The money for debt cancellation, he said, could also be used to pay for his proposal to increase funding for historically Black colleges and universities by $80 billion over a decade. That would help HBCUs build the research laboratories they need “to bring in government contracts to train people in cybersecurity or other future endeavors that pay well,” he said.

Biden said that he would address the problem of students having to go into debt to attend college by making community colleges free for all students, as well as eliminating tuition at four-year public institutions for those whose families make less than $125,000. He also said he supports eliminating the interest on remaining student loans.

The remarks are the latest twist in whether the administration believes Biden can cancel debt alone. Biden has questioned before whether he has the authority. “It’s arguable that the president may have the executive power to forgive up to $50,000 in student debt,” Biden told a group of newspaper columnists in December.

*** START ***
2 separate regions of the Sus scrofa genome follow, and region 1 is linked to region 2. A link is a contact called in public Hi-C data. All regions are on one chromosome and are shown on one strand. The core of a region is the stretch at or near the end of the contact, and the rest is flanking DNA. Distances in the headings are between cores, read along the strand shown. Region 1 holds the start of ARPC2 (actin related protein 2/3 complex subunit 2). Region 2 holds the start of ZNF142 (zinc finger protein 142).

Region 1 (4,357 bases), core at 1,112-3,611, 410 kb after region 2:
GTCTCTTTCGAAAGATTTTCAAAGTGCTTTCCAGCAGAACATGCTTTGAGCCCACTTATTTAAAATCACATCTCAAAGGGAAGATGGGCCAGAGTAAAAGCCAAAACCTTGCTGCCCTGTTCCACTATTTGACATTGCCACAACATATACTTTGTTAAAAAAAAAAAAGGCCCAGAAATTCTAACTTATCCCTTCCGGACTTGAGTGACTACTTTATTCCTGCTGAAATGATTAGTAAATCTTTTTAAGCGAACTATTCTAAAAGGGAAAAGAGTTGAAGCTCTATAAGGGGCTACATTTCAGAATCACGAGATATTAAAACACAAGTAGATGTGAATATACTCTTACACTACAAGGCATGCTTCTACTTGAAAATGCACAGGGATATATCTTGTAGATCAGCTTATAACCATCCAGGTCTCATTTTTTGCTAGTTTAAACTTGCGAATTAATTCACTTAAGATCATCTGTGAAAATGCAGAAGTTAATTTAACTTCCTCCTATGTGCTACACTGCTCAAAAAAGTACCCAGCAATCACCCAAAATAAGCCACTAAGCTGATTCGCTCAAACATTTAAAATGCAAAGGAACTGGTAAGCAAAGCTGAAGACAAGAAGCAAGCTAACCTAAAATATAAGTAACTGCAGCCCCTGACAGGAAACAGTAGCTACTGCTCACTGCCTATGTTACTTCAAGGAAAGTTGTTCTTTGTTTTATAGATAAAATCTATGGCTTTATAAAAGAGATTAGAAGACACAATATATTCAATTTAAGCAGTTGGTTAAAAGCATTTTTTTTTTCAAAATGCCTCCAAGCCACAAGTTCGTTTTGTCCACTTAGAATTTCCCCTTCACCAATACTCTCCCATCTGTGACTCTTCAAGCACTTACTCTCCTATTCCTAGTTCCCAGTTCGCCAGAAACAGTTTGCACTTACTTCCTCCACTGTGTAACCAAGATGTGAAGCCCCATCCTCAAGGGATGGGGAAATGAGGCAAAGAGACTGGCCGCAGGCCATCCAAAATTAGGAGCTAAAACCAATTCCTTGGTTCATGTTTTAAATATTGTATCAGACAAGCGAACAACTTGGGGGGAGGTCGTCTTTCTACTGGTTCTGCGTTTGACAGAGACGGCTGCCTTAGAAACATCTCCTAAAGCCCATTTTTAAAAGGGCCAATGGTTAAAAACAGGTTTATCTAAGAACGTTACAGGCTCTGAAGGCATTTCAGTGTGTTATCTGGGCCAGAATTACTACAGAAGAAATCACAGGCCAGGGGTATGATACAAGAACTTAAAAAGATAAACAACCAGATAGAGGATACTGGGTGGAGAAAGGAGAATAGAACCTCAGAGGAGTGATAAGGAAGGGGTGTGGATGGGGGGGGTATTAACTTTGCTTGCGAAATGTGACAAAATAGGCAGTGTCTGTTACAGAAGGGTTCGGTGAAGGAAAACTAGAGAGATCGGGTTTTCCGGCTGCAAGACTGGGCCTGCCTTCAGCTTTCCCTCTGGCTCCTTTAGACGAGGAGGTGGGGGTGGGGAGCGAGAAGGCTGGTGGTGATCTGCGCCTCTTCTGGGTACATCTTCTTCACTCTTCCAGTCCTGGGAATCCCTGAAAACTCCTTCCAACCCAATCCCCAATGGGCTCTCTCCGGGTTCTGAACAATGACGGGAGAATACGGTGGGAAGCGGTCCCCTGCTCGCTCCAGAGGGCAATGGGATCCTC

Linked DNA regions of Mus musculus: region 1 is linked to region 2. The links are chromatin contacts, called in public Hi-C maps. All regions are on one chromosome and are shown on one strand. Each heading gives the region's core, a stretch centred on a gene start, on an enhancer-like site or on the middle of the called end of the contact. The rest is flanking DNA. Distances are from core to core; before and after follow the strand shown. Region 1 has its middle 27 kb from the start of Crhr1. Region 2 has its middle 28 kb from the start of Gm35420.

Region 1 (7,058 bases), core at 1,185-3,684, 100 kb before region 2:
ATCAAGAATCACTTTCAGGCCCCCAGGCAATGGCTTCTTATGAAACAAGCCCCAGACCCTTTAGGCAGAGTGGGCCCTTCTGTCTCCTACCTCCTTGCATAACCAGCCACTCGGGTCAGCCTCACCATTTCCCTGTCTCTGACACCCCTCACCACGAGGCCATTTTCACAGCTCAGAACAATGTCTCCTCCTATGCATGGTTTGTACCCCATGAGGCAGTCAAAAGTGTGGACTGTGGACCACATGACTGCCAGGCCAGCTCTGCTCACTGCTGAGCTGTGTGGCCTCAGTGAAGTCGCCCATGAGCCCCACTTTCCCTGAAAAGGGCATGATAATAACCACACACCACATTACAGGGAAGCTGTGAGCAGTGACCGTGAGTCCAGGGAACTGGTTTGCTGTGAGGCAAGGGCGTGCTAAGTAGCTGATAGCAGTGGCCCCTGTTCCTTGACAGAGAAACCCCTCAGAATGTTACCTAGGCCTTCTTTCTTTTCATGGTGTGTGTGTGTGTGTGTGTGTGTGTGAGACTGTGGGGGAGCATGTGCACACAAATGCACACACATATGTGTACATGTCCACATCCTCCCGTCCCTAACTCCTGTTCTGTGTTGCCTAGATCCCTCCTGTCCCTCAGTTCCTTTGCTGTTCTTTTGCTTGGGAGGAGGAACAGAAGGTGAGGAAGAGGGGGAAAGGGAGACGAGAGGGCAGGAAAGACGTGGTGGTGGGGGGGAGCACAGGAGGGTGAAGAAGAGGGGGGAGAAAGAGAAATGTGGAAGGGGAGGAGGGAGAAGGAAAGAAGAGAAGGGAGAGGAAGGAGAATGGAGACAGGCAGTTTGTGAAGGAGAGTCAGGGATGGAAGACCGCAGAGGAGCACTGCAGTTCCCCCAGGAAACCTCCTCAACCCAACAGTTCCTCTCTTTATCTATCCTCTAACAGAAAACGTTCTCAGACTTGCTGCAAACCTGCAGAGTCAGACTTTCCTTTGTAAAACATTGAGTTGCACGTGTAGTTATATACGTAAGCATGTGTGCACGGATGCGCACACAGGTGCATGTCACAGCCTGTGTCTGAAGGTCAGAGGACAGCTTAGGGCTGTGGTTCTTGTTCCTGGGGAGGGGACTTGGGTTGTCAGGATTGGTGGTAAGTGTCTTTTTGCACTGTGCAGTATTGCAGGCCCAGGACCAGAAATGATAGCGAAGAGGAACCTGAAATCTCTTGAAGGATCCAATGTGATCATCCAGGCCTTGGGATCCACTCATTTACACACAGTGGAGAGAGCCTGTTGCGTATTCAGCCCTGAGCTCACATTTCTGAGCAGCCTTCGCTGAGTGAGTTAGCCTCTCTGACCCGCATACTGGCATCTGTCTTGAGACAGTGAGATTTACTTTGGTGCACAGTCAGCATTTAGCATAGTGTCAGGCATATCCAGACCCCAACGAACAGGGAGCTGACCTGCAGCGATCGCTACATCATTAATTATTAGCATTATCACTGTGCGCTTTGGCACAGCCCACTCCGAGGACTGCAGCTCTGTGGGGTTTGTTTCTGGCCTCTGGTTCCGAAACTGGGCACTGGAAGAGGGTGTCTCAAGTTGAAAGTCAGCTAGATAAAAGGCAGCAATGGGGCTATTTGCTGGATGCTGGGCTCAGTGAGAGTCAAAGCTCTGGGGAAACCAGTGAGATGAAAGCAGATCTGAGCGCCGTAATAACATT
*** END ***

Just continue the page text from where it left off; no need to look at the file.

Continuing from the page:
White House press secretary Jen Psaki gave debt cancellation advocates some hope in a tweet two weeks ago. “The president continues to support the cancelling of student debt to bring relief to students and families,” Psaki wrote. “Our team is reviewing whether there are any steps he can take through executive action and he would welcome the opportunity to sign a bill sent to him by Congress.”

But then came Biden’s comments at the town hall meeting that he doesn’t think he has the power.

Despite Biden’s comments, the Senate’s leading advocates for debt cancellation -- Schumer, from New York, and Warren, of Massachusetts -- said they still believe Biden will come around.

“Presidents Obama and Trump used their executive authority to cancel student loan debt. The Biden administration has said it is reviewing options for cancelling up to $50,000 in student debt by executive action, and we are confident they will agree with the standards Obama and Trump used as well as leading legal experts who have concluded that the administration has broad authority to immediately deliver much-needed relief to millions of Americans,” Schumer and Warren said in a joint statement on Wednesday.